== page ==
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Basic Information

Unregulated Contaminant Monitoring Regulation 2 (UCMR 2) sampling will occur during 2008-2010. This monitoring cycle includes 25 unregulated contaminants and five associated analytical methods.


Background
The original unregulated contaminant monitoring program (1988-1997) utilized State primacy, and required public water systems (PWSs) serving greater than 500 people to monitor. Then the 1996 amendments to the Safe Drinking Water Act (SDWA) required that EPA establish criteria for a program to monitor unregulated contaminants, and to identify no more than 30 contaminants to be monitored every five years. EPA identified and published unregulated contaminants for the first direct-implementation of UCMR (i.e., UCMR 1), and a revised approach for monitoring, in the Federal Register dated September 17, 1999. UCMR 1 established a tiered monitoring approach, and required all public water systems (PWSs) serving more than 10,000 people and a representative sample of PWSs serving less than 10,001 people to monitor for unregulated contaminants from 2001-2005.

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About this regulation
EPA is requiring select public water systems (PWSs) to monitor for 25 chemicals using five different analytical methods (see table below). All PWSs serving more than 10,000 people, and a representative sample of 800 PWSs serving 10,000 or fewer people, are required to conduct Assessment Monitoring (List 1) for 10 chemicals during a 12-month period during January 2008-December 2010. All PWSs serving more than 100,000 people, 320 selected PWSs serving 10,001 to 100,000 people, and 480 selected PWSs serving 10,000 or fewer people are required to conduct the Screening Survey (List 2) for 15 contaminants during a 12-month period during January 2008-December 2010.

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Why was the UCMR program developed?
The UCMR program was developed in coordination with the Contaminant Candidate List (CCL). The CCL is a list of contaminants that are not regulated by national primary drinking water regulation, are known or anticipated to occur at public water systems, and may warrant regulation under the Safe Drinking Water Act (SDWA). The data collected through the UCMR are stored in the National Contaminant Occurrence Database (NCOD) to support analysis and review of contaminant occurrence, to guide the CCL selection process, and to support the Administrator's determination of whether to regulate a contaminant in the interest of protecting public health.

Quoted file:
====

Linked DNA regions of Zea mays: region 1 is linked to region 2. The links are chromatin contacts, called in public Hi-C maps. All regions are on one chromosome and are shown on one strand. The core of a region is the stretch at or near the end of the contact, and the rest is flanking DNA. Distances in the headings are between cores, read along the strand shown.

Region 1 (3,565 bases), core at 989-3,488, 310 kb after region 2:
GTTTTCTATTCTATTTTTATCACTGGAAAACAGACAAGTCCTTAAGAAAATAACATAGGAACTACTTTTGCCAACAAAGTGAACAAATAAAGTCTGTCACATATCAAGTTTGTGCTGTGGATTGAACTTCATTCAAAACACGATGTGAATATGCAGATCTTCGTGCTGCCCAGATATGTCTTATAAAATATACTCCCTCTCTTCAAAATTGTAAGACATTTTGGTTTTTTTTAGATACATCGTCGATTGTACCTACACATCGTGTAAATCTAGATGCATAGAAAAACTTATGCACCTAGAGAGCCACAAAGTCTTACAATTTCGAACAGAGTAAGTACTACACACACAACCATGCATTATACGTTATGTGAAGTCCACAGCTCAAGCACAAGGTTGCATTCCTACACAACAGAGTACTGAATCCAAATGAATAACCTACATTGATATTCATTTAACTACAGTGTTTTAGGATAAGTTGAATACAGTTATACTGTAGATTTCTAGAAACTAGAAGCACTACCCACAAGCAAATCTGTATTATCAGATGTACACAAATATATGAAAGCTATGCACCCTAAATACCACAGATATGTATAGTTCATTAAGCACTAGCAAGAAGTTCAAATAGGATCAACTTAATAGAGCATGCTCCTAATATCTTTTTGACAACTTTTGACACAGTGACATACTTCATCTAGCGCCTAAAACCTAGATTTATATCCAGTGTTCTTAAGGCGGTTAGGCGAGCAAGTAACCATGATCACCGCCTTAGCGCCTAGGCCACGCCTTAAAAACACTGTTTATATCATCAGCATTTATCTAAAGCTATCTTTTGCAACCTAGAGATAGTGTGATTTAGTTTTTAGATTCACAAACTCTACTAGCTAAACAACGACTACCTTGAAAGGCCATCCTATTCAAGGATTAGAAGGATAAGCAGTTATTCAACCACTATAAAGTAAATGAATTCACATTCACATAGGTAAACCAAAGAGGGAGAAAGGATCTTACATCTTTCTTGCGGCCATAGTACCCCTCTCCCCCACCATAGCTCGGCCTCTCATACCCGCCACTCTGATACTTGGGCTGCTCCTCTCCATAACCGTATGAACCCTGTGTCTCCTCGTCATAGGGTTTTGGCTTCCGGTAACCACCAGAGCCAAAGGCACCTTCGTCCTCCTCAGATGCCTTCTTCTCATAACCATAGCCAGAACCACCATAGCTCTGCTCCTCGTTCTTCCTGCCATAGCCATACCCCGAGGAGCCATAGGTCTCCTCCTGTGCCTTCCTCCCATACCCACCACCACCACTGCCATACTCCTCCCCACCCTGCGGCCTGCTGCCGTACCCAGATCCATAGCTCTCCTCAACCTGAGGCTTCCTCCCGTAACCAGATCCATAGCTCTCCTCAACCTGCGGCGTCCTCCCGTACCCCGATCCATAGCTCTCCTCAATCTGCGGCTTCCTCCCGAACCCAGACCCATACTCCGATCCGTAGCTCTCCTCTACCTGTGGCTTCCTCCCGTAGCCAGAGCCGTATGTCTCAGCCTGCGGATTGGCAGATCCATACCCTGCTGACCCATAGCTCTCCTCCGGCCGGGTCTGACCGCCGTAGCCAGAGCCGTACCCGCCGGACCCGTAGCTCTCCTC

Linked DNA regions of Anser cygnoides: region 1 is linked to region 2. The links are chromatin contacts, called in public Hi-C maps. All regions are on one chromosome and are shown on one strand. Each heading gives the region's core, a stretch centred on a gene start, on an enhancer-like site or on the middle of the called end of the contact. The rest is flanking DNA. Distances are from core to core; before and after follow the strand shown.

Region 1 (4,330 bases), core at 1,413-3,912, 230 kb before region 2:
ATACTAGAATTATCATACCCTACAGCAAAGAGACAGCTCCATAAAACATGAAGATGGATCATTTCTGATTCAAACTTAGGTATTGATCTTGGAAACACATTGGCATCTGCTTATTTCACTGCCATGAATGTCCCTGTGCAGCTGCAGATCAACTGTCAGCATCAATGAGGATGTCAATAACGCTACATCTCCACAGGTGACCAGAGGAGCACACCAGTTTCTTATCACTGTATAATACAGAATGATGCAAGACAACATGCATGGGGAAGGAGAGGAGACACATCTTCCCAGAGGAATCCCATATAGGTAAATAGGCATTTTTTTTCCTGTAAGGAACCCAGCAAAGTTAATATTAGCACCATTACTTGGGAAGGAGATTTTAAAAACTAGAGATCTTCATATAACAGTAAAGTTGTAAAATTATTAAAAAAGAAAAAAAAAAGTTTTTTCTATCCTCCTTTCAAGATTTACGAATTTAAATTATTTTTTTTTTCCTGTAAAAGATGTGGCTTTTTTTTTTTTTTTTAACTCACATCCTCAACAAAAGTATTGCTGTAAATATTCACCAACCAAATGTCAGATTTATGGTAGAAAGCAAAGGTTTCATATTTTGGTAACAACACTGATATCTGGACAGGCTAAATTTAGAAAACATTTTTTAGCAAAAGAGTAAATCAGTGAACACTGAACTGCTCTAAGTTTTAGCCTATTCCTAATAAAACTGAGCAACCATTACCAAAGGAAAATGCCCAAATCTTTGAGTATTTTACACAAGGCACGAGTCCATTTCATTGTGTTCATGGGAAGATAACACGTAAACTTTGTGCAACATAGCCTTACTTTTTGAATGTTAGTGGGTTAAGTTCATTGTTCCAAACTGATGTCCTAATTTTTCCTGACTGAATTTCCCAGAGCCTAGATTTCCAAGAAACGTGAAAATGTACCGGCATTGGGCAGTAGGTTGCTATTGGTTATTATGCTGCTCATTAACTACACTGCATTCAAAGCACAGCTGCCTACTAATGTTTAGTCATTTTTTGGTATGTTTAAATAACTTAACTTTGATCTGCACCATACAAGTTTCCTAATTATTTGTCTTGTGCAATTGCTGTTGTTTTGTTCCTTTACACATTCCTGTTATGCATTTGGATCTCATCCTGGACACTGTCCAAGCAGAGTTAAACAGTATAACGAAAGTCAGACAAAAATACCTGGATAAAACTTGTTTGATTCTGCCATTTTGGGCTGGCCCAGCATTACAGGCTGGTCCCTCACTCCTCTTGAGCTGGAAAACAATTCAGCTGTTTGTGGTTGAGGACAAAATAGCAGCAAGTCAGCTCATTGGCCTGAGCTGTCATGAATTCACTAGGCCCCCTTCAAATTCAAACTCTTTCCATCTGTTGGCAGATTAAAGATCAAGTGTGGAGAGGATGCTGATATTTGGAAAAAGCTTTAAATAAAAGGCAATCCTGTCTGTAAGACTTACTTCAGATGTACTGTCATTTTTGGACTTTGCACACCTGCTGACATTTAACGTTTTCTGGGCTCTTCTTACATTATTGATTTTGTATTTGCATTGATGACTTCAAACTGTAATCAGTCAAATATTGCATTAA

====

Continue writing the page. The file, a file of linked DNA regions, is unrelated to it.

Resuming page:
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How did EPA select these contaminants?
EPA reviewed contaminants that had been targeted through existing prioritization processes, including previous UCMR "reserved" contaminants (i.e., those contaminants for which analytical methods were not yet available), and the Contaminant Candidate List (CCL). Additional contaminants were identified based on current research on occurrence and health effects risk factors. Pesticides that were not registered for use in the United States, contaminants that did not have an analytical reference standard, and contaminants whose analytical methods were not ready for use were removed from the list. EPA further prioritized the remaining contaminants based on more extensive health effects evaluations by the Office of Water’s Office of Science and Technology. These procedures for evaluating health effects scores were developed to support the ranking of contaminants for future CCLs.

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What are the environmental and public health benefits?
The UCMR benefits the environment and public health by providing EPA and other interested parties with scientifically valid data on the occurrence of these contaminants in drinking water, permitting assessment of the population being exposed and the levels of that exposure. This information is the primary source of exposure data for the Agency to determine whether to regulate these contaminants.

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What is the EPA Laboratory Approval Program for UCMR 2?
Laboratories interested in analyzing samples for PWSs subject to the UCMR 2 monitoring requirements need to register for the EPA Laboratory Approval Program. Laboratories need to complete and submit the method-specific application packages. Upon a complete review, qualified laboratories will become eligible to participate in a Proficiency Testing (PT) Program. Laboratories that successfully complete the PT Program will be granted method-specific approval. Laboratories interested in registering for the Laboratory Approval Program should send their request to address below.

UCMR 2 Laboratory Approval Coordinator
US EPA, Technical Support Center
26 West Martin Luther King Drive (MS 140)
Cincinnati, OH 45268

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